Sun in the Way Will Affect Mars Missions in April (Source: NASA JPL)
The positions of the planets next month will mean diminished communications between Earth and NASA's spacecraft at Mars. Mars will be passing almost directly behind the sun, from Earth's perspective. The sun can easily disrupt radio transmissions between the two planets during that near-alignment. To prevent an impaired command from reaching an orbiter or rover, mission controllers at NASA's Jet Propulsion Laboratory are preparing to suspend sending any commands to spacecraft at Mars for weeks in April. Transmissions from Mars to Earth will also be reduced. (3/20)

The Coming Age of Space Colonization (Source: The Atlantic)
Eric Anderson: "I think absolutely [the public] are right to feel a little bit disappointed [about the current state of space exploration]. On April 12, 1961, the first human being, Yuri Gagarin, goes to space. Then, July 29, 1969: We're on the moon. If you and I were doing this interview on July 30, 1969 and you had asked me what space exploration would be like in the year 2013, I would've told you it would be far more advanced than it is now." Click here. (3/20)

NASA Warns Sequestration Could Cut Missions (Source: KPCC)
Sequestration continues to dominate budget discussions on Capitol Hill. The top man at NASA said Wednesday he may have to cut some programs. NASA has great plans for Mars in the near future. Administrator Charles Bolden outlined the next two decades for the House Appropriations Subcommittee on Commerce, Justice, and Science. Next year, the probe MAVEN will study the atmosphere of Mars; in 2016, a small lander called Insight begins its mission to drill deep inside the red planet. A similar version of Curiosity will launch in 2020, with plans to put humans on Mars in the 2030s.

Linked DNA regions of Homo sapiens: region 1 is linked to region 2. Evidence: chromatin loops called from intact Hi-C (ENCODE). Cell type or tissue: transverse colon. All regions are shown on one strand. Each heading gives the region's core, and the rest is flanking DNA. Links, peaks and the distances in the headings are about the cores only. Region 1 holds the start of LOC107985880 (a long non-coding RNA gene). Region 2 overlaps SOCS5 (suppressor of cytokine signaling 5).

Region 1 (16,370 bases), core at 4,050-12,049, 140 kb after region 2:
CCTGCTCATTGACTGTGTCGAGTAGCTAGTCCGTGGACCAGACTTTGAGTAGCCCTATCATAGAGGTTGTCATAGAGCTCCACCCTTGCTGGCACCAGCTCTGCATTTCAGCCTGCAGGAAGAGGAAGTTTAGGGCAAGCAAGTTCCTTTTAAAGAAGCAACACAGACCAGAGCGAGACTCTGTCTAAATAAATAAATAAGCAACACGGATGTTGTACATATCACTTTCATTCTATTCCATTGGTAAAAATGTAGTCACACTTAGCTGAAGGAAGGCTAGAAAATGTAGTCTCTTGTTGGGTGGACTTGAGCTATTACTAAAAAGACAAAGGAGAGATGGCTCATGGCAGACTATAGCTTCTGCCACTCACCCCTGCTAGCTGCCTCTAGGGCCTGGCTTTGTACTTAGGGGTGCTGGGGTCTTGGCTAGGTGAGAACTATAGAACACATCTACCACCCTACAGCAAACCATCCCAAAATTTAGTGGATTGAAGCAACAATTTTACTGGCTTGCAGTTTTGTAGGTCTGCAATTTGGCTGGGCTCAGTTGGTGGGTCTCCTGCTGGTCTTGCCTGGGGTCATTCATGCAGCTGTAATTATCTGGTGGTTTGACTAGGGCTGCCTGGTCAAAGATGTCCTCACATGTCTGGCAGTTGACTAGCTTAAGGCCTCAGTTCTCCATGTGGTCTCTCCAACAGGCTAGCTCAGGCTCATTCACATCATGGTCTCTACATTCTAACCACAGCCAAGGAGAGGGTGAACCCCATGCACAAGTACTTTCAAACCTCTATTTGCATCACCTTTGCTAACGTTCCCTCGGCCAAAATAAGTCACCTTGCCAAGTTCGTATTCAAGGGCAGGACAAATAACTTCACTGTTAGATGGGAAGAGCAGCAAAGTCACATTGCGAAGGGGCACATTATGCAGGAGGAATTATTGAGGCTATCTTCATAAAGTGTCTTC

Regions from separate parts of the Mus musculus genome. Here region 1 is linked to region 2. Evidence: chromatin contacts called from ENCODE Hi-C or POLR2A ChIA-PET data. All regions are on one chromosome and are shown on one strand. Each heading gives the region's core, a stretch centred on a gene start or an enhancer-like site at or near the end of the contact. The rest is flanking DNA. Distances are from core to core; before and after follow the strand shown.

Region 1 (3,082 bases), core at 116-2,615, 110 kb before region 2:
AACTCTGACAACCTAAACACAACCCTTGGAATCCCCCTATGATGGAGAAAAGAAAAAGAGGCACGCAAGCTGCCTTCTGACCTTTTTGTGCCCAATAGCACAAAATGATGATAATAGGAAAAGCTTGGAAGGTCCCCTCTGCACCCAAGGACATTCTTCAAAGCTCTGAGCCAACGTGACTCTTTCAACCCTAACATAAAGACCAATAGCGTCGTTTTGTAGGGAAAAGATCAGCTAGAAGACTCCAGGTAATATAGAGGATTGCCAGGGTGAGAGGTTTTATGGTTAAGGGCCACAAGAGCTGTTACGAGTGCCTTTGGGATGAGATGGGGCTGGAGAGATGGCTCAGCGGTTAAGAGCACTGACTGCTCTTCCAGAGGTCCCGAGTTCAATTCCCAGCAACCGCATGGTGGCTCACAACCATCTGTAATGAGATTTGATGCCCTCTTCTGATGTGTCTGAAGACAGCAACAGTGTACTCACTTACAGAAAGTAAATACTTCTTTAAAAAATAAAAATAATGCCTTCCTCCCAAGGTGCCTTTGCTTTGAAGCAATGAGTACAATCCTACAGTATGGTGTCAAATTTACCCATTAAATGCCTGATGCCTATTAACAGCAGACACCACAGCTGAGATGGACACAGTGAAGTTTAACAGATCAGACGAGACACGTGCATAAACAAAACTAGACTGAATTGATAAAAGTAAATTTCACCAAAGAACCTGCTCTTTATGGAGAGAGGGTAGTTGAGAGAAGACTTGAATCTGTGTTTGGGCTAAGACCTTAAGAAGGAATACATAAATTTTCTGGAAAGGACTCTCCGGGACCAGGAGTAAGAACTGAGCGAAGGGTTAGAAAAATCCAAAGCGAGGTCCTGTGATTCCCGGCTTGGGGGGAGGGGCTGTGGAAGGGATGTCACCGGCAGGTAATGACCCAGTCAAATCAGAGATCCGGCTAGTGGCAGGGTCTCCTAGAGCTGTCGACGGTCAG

But Bolden said sequestration makes planning tough: "That word keeps coming up because that changes everything that we told you." Bolden said a decade of sequestration means he either has to cut a billion dollars either in planned missions or people – scientists like those who work at Pasadena's Jet Propulsion Lab. "And I don’t think we want to do the people," Bolden said. (3/20)

Congressman: NASA Intentionally Skirted Rules (Source: Daily Press)
A Northern Virginia congressman contends that NASA Langley Research Center and other NASA facilities around the country have intentionally circumvented federal law restricting the foreign nationals they can hire. U.S. Rep. Frank Wolf, R-VA, says NASA is required to abide by long-standing federal restrictions on which foreign nationals they can bring in to do research. But he said NASA farms out much of its work to contractors — and then proceeds to dictate to those contractors about which employees they want on board.

The problem, Wolf said, is highlighted by the case of Bo Jiang. Jiang, 32, a Chinese national who lives in Norfolk, was an employee of the National Institute of Aerospace (NIA), a Hampton-based nonprofit and a major contractor with NASA Langley Research Center. "I remain concerned that Mr. Jiang was employed by NIA, allegedly at the direction of NASA officials, in an apparent attempt to circumvent appropriations restrictions the Congress has in place to prevent the hiring of certain foreign nationals of concern," Wolf asserted. (3/20)